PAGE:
Thursday, 26 February 2009

OL' JAZZFACE (David Lynch, 1981)

Q:What do you get if you cross a gorilla with a human?

This biopic of the gorilla that caused a sensation in twenties New York has been maligned as David Lynch's worst movie, perhaps unfairly. Made just after The Elephant Man and covering a similar narrative arc (outsider is outside; outsider comes inside; outsider prefers, and preferred, to be outside), Ol' Jazzface is a true-to-life story of Bess Lucas, a half-girl, half-gorilla who was born to immigrant parents on a boat to the US from Europe and abandoned on Liberty Island. She went through a horrific youth in the tenements of Brooklyn, being bullied and beaten by all, until kindly nun Sister Peters (played here by Ellen Burstyn, who was nominated for as Oscar for the role) took her in and introduced Bess to music. Authorities forced Bess into an institution after she ripped the arm off of a bully, but she subsequently escaped (after years of hair-pulling) and found fame in vaudeville as 'Ol' Jazzface', a singing, dancing comic whose deranged stage persona and aggression to the drunken crowds caused a stir and pioneered the Gorillage School of stagecraft, an approach used by such disparates as Mae West, Lenny Bruce and Melt Banana.

Bess Lucas' Great-Granddaughter, Martha McTally is the star, and this in itself caused controversy. Lynch insisted on McTally for the role, despite the studio pushing many young actresses forward (Michelle Pfeiffer and Susan Sarandon both auditioned for the role), even going as far as suggesting that using a non-gorilla actress in the role would be grossly offensive.

The movie served helped pave the way for the Animal Rights Act that gave four-limbed mammals the right to vote in certain districts, one of the first bold moves of the Clinton administration. Indeed, in light of subsequent Hollywood reckonings, Francis Ford Coppola's Darn Yankee Cat (1988) and Oliver Stone's Nine Lives (1989) (both themselves examples of fairly large budget kit-lit adaptations that littered screens in the late eighties, made at a point long enough after the unsuccessful Scratch Offensives of the late sixties to be at last palatable to lily-livered Hollywood execs), Ol Jazzface can be seen as an important movie beyond its cluttered aesthetic parameters. Roger Ebert praised Lynch for avoiding sentimental cliche, but wondered when Hollywood would get away from making movies that 'invent a problem that we solved decades ago; then solve the problem onscreen, then congratulate themselves for progressive thinking.1'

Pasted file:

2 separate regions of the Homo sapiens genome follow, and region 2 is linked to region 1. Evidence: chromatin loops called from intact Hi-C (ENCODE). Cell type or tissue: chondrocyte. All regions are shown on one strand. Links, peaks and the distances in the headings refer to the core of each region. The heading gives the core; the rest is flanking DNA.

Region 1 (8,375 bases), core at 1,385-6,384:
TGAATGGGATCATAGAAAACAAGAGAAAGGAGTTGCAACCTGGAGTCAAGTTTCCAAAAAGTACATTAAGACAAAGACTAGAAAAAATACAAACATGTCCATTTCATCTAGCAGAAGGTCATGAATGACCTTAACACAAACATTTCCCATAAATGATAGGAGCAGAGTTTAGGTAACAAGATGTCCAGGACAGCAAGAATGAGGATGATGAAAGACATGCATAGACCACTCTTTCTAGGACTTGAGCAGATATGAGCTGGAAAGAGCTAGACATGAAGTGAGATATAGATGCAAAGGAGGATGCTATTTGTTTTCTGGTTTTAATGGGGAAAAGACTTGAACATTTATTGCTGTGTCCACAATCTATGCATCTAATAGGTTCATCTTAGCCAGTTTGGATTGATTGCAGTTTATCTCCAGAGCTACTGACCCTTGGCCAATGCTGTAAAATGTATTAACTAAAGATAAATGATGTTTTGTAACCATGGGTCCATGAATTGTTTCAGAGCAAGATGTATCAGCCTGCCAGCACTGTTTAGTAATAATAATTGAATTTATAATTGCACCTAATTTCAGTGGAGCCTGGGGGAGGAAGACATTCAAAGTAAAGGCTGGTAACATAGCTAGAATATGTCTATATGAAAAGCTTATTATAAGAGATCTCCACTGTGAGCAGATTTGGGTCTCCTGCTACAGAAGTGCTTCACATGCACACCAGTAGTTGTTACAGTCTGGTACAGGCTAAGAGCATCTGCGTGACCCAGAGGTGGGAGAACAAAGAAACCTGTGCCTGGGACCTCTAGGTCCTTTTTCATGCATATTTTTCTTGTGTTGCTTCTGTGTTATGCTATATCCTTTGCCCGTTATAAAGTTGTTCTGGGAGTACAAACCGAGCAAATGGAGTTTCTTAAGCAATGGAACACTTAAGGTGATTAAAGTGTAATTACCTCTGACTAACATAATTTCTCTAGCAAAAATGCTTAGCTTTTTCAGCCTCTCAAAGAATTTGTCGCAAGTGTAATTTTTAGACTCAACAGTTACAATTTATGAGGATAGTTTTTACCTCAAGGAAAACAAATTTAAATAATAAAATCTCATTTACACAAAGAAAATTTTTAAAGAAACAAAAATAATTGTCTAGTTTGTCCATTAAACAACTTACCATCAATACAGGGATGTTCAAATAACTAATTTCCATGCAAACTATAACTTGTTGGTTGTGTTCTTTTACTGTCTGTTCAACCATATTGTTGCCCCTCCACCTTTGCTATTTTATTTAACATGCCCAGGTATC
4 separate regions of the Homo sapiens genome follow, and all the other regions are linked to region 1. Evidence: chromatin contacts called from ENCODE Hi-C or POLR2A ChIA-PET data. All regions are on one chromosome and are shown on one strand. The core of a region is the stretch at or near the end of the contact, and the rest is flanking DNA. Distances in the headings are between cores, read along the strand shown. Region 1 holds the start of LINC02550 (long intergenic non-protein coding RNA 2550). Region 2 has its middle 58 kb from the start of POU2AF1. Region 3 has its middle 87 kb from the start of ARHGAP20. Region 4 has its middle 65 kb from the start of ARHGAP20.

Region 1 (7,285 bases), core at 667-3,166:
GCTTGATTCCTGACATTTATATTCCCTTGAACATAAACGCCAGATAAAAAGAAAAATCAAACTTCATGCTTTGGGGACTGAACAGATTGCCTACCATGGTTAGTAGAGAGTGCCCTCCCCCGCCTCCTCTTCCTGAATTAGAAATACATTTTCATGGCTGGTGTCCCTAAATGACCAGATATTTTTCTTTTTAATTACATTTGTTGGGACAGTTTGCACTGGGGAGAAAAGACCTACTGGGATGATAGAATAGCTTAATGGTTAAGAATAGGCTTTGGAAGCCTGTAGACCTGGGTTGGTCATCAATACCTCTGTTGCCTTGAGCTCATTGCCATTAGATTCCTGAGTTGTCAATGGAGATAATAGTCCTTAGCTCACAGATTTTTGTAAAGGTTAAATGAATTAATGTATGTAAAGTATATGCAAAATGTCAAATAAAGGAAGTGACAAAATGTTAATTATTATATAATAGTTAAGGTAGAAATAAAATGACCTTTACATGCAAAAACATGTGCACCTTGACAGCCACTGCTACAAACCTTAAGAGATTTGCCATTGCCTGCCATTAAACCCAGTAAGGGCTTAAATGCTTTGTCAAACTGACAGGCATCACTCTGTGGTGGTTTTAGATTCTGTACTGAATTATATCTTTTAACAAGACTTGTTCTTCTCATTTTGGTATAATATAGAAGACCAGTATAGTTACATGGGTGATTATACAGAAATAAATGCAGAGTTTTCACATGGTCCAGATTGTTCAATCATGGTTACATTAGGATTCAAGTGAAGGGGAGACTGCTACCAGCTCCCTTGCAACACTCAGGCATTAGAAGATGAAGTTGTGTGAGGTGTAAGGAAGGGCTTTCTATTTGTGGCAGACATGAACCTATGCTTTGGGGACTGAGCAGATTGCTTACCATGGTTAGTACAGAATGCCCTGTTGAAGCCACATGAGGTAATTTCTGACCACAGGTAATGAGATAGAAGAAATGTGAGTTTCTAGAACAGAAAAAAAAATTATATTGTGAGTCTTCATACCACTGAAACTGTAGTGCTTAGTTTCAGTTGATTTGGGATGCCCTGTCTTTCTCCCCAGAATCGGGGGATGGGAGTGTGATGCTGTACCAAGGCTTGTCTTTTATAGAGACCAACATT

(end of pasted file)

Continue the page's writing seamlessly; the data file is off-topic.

Lucas herself died a sad death, her hero status undermined by drug overdoses, cannibal controversies (themselves captured lovingly in Crispin Glover's petrified short Give The Girl A Hand(1994)) fruit busts, drowned dancers in pools. Lynch, sad at having not captured her legacy well enough, has since only used animals in small roles in his movies.

A: A human/gorilla hybrid destined to be shunned by both humans and gorillas, undoubtedly due to suffer numerable sicknesses, probably sterile, certainly lonely.

Ol' Jazzface Directed by David Lynch Produced by Johnson Johnson, Mel Brooks Written by David Lynch, adapted from the memoir ''Nanas' by Bess Lucas Starring Martha McTally, John Geilgud, Danny Devito, Ellen Burstyn Paramount Pictures Release Date UK: Jan 1981 US: Feb 1981 Running Time: 142 mins Tagline: 'Ape Ape Ape'

1. New York Times interview, February 6,1982

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